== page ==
According to a 2010 Congressional Research Report cited by Polis and Blumenauer, the enforcement of marijuana laws (including incarceration) costs a minimum of $5.5 billion each year.
Marijuana legalization would also undercut the amount of cannabis imported to the U.S. via Mexico, which comprises between 40 to 70 percent of pot consumed in the nation.
“While marijuana only comprises a small fraction of the overall drug trade coming from Mexico, legalization in the United States will directly undercut these cartels. It could bring greater stability to the region and reduce the violence that has resulted in 60,000 drug trade-related deaths since 2006. It should be noted that U.S. taxpayers have given Mexico $1.3 billion in military and judicial aid over the past seven years to combat drug cartels,” states the Blumenauer-Polis report.
Clarifying The Role of State/Federal Authorities
While the federal government continues to regard cannabis as an illegal controlled substance, 19 jurisdictions now permit medical marijuana, while two states have legalized its recreational use.
But, as seen by the frequent raids of medical pot dispensaries in California, the line between federal and state jurisdiction on this issue is vague to the point of being nonexistent.
“Strict enforcement will become increasingly difficult and costly as more states legalize marijuana,” states the report, adding that officially legalizing the use of the substance, while providing no legal framework for its sale or cultivation, will strengthen the black market and “create barriers to entry for those who seek to grow and sell marijuana legally.”
The confusing state of marijuana law enforcement also makes it nearly impossible for cannabis businesses to operate legally, since the federal tax code currently does not allow businesses to deduct expenses associated with the trade on their federal taxes. Federal banking provisions also make it difficult for marijuana businesses to obtain a bank loan, register an account with a bank or obtain insurance coverage.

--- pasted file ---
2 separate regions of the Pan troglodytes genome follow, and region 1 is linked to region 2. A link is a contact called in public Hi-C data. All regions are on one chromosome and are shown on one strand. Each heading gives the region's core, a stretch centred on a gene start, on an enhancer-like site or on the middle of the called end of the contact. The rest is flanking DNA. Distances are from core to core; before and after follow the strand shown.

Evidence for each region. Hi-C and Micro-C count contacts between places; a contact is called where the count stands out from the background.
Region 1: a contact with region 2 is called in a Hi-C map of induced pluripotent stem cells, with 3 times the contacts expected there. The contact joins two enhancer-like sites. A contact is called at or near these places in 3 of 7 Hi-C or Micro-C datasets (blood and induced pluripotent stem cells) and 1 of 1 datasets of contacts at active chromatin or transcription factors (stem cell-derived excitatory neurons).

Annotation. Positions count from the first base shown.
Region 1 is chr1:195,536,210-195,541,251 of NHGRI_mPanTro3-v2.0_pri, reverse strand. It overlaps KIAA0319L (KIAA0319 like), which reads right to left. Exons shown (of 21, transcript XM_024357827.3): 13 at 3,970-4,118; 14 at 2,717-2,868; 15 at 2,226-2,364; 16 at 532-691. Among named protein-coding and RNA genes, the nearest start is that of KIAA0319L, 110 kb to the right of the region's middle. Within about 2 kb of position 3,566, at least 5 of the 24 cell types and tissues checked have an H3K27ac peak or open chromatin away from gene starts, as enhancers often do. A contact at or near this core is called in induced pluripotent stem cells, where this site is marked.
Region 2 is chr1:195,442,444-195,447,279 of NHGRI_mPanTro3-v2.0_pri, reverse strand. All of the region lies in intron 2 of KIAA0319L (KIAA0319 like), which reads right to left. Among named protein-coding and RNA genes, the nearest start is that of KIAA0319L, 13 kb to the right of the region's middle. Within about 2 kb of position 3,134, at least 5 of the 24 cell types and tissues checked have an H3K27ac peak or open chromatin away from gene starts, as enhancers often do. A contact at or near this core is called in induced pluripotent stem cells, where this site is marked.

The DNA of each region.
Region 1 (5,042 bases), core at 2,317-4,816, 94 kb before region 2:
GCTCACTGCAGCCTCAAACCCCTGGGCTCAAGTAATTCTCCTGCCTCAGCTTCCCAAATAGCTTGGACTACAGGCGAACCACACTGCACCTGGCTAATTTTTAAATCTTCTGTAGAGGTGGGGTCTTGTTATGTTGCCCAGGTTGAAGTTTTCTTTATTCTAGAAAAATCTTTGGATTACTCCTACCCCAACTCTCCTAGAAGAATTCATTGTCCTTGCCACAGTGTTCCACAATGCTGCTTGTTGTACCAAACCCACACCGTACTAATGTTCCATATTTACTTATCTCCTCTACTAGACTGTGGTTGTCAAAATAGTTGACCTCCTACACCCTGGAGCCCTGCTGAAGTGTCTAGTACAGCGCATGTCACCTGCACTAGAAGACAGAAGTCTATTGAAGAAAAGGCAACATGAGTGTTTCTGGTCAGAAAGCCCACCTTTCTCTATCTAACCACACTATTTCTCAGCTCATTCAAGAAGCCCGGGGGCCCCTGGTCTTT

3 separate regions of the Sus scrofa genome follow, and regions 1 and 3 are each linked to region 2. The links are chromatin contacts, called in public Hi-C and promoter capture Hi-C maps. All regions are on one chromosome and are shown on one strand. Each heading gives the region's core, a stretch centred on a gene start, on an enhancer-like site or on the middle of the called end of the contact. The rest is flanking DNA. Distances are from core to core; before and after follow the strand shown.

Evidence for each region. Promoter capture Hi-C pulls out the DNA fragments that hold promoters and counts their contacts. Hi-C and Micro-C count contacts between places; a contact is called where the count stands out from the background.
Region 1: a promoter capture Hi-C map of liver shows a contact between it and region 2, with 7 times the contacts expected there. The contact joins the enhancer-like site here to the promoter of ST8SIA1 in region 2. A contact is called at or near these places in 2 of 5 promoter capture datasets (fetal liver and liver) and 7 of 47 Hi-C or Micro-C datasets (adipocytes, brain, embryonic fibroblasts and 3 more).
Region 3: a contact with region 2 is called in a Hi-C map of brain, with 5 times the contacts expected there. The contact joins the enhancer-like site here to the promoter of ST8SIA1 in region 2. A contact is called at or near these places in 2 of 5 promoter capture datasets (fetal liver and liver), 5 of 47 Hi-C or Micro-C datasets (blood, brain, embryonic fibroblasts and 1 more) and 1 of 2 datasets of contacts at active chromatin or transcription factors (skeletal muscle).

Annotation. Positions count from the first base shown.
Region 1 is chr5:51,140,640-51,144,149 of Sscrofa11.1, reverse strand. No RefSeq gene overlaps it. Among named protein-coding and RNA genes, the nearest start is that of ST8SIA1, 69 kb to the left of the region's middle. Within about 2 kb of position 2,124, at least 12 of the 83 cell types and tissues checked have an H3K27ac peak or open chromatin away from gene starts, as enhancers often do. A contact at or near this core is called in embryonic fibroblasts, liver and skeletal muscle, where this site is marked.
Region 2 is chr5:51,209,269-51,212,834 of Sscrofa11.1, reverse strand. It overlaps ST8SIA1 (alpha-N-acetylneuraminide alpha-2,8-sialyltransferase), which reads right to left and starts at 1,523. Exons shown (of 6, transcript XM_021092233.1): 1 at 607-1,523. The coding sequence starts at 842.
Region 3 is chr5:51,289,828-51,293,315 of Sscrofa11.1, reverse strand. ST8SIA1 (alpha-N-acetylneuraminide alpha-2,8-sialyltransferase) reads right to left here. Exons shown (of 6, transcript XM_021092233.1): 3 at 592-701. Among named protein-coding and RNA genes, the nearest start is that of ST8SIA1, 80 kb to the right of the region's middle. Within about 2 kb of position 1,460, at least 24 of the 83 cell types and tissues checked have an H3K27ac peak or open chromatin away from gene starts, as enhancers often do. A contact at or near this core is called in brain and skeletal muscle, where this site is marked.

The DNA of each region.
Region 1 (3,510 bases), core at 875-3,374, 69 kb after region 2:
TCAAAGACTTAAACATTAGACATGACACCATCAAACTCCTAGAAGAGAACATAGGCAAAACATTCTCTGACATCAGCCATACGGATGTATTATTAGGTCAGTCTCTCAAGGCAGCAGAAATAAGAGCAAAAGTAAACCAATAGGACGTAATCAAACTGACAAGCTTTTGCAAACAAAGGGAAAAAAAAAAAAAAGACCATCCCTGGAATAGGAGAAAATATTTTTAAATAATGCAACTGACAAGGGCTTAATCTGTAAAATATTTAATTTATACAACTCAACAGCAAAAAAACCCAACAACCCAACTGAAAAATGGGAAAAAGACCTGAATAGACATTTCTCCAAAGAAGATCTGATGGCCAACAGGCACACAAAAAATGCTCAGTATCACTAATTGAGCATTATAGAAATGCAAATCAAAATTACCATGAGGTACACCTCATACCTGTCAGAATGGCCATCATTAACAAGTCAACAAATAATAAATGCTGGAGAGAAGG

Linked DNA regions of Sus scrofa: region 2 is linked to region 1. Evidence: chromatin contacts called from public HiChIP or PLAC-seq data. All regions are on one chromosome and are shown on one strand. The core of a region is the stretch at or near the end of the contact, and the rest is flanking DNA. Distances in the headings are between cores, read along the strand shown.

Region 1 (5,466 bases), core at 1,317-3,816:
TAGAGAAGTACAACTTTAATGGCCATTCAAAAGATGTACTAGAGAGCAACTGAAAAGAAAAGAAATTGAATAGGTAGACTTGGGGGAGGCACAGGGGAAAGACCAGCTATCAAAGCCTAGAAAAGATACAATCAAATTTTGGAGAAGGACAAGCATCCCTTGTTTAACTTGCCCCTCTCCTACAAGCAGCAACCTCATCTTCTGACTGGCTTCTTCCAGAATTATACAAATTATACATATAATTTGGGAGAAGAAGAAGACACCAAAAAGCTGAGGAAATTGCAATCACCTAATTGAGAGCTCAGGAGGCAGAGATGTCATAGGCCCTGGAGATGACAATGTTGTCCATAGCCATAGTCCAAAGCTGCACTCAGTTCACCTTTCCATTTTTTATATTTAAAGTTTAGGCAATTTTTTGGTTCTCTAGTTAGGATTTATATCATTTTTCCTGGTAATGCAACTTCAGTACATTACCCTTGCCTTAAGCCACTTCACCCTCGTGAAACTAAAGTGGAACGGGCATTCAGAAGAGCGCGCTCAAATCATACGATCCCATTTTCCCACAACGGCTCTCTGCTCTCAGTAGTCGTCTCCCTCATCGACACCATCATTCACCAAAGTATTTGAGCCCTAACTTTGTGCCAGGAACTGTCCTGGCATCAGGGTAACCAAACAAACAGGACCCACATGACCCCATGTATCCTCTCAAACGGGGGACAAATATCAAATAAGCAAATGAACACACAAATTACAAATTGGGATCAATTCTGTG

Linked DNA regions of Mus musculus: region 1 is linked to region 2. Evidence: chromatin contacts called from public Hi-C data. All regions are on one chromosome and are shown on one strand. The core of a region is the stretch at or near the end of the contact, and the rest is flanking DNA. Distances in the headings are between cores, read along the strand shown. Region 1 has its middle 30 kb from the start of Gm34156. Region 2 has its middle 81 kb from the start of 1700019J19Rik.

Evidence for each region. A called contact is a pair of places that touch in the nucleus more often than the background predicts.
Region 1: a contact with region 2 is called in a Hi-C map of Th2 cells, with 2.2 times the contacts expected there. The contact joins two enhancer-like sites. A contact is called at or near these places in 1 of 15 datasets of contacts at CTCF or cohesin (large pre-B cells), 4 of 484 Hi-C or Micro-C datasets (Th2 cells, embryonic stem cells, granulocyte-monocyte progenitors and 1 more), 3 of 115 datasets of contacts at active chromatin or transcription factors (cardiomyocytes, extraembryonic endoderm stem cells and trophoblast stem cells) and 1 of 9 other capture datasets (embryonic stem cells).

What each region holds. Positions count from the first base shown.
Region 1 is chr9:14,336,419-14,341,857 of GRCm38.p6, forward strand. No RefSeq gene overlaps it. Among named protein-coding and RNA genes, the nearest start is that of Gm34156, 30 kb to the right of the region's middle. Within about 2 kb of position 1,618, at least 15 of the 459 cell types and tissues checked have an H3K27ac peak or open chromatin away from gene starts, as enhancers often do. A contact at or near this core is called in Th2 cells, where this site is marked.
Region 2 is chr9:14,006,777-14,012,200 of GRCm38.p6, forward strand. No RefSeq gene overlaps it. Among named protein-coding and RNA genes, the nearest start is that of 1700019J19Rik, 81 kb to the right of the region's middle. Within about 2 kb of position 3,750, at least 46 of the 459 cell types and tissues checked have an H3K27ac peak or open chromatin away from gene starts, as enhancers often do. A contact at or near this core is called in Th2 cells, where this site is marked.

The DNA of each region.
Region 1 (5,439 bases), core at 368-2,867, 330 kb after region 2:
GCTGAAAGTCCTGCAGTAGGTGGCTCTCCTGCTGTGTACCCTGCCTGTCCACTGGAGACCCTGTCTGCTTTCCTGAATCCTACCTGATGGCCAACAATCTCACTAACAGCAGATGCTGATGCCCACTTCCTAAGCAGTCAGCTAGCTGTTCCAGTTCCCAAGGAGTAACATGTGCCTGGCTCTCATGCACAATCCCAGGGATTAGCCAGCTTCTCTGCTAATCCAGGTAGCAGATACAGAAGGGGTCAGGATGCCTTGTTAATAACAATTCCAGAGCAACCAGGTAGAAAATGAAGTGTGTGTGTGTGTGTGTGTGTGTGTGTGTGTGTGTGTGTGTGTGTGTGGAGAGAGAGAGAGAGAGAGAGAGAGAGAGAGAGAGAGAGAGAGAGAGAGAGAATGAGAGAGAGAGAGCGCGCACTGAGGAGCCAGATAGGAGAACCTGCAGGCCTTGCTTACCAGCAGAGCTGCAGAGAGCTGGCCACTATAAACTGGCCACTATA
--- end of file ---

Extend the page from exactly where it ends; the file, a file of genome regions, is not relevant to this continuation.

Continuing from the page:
An estimated 40 percent of Americans over the age of 12 have used marijuana at some point of their lives; marijuana is the most popular recreational drug in the U.S. after alcohol and tobacco. Research indicates that this number isn’t going to decline anytime soon.
The Congressional Research Service estimates that the revenue from taxing marijuana at approximately $50 per ounce could generate $20 billion a year. That doesn’t include the savings generated by reduced expenditures on enforcement and incarceration.
“This represents a unique opportunity to save ruined lives, wasted enforcement and prison costs, while simultaneously creating a new industry, with new jobs and revenues that will improve the federal budget outlook,” the report states.
Hemp production could also benefit the economy. Current federal marijuana laws make hemp, which is cultivated from the cannabis plant and contains negligible amounts of the psychoactive ingredient THC, illegal to grow industrially in the U.S. And yet, more hemp is exported to the U.S. than any other country.
The sales of hemp food and body-care products took in $43 million in 2011, according to the report. Some advocacy groups estimate that the total American retail market for hemp is valued at more than $400 million.